A brewery in the Czech Republic has been at war with Budweiser for generations, although you probably haven’t noticed.
The Budweiser Budvar Brewery in the lager-centric region of Bohemia presents a few obvious issues. First, the name, which InBev (and previously Anheuser-Busch and others) have rallied against to protect their similarly-named American brand. Then, the brand itself, which bears a striking similarity to the Bud we know here, from color scheme and design to slogans (Budvar was once dubbed “the beer of kings”). It may not have the majestic Clydesdales or annoying frogs, but there is a certain likeness.
The two labels have spent a good chunk of the last century fighting each other in court, primarily for trademark issues. Budweiser has worked very hard and spent a lot of dough to make the brand’s average-at-best work a household name, no matter where that house resides. Meanwhile, its European namesake in the Czech Republic has grown to become the country’s fourth-largest producer, despite all the legal fees and obstacles. But like the Budvar pale lager itself, the story is more complex.
Such battles have led Budvar to rebrand its flagship beer as Czechvar in certain markets, including the United States. It’s hard not to side with the Old World brewery, given that it’s really just trying to honor tradition and geography. They’ve been brewing in that part of the word since the 13th century, by the way, adhering to purity laws en route. Bud, by comparison, is a large company looking after its turf. It’s already gobbled up some serious players in the craft realm (including this most-recent development) and generally stops at nothing because it can afford not to.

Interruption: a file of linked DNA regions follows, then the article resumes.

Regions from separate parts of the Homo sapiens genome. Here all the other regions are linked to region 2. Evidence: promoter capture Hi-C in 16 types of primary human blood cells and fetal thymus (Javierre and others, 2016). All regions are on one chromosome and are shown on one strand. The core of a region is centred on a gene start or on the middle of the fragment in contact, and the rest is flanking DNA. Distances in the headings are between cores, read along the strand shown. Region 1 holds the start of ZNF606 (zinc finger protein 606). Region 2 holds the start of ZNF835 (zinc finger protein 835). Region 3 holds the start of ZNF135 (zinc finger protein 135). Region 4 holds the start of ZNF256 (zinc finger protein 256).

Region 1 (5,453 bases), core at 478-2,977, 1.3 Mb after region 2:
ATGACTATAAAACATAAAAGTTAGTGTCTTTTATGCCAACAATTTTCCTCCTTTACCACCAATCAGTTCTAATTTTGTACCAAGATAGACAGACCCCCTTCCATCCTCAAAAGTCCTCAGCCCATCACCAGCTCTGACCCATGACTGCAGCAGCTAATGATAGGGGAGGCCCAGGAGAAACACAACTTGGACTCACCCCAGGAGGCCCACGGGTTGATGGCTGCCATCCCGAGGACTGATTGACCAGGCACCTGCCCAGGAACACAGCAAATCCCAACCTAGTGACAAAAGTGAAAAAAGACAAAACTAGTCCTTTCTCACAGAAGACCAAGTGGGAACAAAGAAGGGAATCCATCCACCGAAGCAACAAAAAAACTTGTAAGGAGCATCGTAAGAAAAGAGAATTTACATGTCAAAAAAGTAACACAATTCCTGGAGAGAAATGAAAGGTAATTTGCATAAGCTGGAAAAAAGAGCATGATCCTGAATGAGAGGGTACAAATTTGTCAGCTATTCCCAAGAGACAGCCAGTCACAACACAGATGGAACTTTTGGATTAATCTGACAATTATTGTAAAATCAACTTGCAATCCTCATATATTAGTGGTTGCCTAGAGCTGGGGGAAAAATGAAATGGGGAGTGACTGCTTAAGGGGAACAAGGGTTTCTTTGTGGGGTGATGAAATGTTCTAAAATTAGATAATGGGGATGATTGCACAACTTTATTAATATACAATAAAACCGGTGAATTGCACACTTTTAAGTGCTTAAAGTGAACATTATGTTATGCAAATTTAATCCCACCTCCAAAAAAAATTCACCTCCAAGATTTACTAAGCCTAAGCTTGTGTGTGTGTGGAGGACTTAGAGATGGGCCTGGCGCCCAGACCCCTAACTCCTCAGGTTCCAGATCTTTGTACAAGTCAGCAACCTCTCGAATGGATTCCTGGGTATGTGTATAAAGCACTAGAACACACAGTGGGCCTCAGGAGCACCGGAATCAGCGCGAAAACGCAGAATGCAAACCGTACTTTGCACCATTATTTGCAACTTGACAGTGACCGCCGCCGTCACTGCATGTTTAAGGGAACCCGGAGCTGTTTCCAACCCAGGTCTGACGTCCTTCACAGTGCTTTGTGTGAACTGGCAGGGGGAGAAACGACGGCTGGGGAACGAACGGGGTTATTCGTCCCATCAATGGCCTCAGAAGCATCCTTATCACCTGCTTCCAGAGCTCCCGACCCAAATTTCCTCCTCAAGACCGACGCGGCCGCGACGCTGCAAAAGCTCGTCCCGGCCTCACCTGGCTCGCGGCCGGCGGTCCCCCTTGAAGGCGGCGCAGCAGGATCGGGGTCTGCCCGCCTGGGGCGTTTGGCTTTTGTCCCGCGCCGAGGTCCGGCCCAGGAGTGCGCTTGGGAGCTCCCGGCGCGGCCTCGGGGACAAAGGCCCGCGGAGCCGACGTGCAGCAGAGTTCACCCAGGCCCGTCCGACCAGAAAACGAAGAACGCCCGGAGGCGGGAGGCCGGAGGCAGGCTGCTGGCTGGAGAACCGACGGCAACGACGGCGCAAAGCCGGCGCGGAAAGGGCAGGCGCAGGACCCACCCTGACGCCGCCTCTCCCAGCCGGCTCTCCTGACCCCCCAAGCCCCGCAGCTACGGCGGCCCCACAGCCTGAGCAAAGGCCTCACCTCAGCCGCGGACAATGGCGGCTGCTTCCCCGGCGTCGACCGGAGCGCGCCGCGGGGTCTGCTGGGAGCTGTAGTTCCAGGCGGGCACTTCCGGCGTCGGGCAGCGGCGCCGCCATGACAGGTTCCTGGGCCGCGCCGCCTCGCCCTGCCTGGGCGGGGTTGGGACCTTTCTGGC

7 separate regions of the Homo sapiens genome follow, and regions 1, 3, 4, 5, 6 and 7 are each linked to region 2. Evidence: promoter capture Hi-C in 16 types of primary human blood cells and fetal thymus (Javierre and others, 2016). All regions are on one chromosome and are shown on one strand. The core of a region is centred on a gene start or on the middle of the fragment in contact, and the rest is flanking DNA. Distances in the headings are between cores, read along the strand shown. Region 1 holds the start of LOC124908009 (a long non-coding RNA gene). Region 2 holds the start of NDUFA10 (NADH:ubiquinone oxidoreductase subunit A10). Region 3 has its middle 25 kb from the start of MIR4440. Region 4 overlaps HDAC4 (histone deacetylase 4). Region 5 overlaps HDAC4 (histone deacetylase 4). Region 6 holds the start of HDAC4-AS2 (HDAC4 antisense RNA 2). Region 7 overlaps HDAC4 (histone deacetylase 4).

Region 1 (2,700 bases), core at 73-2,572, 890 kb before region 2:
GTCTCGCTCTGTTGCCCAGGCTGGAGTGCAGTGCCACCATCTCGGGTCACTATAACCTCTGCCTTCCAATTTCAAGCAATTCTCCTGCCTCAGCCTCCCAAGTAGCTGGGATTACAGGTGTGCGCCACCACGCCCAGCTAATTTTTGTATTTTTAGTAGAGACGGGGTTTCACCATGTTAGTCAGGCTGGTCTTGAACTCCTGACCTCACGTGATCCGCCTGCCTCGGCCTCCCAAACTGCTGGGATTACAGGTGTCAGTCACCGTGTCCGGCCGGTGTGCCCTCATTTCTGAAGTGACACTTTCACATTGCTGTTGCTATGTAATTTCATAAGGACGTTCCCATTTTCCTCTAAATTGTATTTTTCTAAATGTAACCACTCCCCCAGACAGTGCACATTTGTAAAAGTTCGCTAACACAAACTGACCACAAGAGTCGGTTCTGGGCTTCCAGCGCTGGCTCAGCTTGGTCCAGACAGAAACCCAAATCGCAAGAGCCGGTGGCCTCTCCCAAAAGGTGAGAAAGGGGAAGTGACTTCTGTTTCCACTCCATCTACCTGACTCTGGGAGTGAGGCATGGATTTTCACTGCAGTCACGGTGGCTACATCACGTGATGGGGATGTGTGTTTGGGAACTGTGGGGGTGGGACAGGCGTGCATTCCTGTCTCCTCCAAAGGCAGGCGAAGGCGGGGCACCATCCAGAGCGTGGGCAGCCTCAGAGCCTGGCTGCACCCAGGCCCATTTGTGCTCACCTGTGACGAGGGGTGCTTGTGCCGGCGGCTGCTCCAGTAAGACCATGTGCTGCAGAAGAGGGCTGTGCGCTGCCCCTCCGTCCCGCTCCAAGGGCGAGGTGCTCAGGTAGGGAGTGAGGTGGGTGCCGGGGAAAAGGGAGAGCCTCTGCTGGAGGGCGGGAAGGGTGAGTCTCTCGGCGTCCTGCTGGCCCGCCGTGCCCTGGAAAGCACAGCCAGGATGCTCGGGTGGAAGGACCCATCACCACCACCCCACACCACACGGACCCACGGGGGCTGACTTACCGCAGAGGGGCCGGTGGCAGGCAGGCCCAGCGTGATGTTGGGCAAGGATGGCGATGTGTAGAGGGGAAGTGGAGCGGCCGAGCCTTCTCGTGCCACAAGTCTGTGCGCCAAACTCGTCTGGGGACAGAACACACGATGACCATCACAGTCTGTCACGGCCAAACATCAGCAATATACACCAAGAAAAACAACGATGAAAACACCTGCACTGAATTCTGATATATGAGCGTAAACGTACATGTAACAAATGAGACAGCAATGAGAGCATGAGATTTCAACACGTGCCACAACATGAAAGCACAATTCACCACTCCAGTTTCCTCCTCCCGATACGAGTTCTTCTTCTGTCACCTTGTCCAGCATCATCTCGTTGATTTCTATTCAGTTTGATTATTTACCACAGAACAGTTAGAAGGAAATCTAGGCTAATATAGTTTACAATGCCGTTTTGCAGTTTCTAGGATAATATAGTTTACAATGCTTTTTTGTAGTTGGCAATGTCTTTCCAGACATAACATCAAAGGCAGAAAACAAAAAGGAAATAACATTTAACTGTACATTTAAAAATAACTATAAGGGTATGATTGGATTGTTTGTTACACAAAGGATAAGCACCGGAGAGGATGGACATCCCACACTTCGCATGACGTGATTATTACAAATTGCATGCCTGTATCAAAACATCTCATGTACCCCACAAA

By now, you’re aware of the regionality tied to European booze. It’s the reason we call some of their favorite exports names like Burgundy, Champagne, Rioja, and Madeira. Budvar was born in the same tradition, a brewery in the town of Budweis (České Budějovice, in the native tongue). Just as a lager from Pilsen is called a Pilsner, well, one from Budweis should probably be called a Budweiser. Seems fair.
But there are some similarities, too. While the brewing tradition overseas is much more ingrained, the two brands as we know them launched around the same time. Bud came about in 1876 while the state-owned Budvar brand started in 1895. The former is significantly larger but both rely heavily on exports, which is why they’ve been feuding since 1906. In some places, like Britain, the two names sometimes share the same retailer and the same time, meaning it’s up to the customer to decide.
Rights to a name are important, sure, but all you have to do is taste the two iconic beers side-by-side to see where the royalty really lies. The American version is mostly flavorless, with about as much personality as its faded straw color suggests. The Czech beer is fuller, with more a pronounced body and a nice amber hue. It’s not a particularly great beer, but it more than demonstrates Bavarian mastery of the lager.
Anheuser-Busch may have been the first of the two brands, technically. But if we’re really to honor history and terroir, I think we ought to start calling American Bud “St. Louis-er.”
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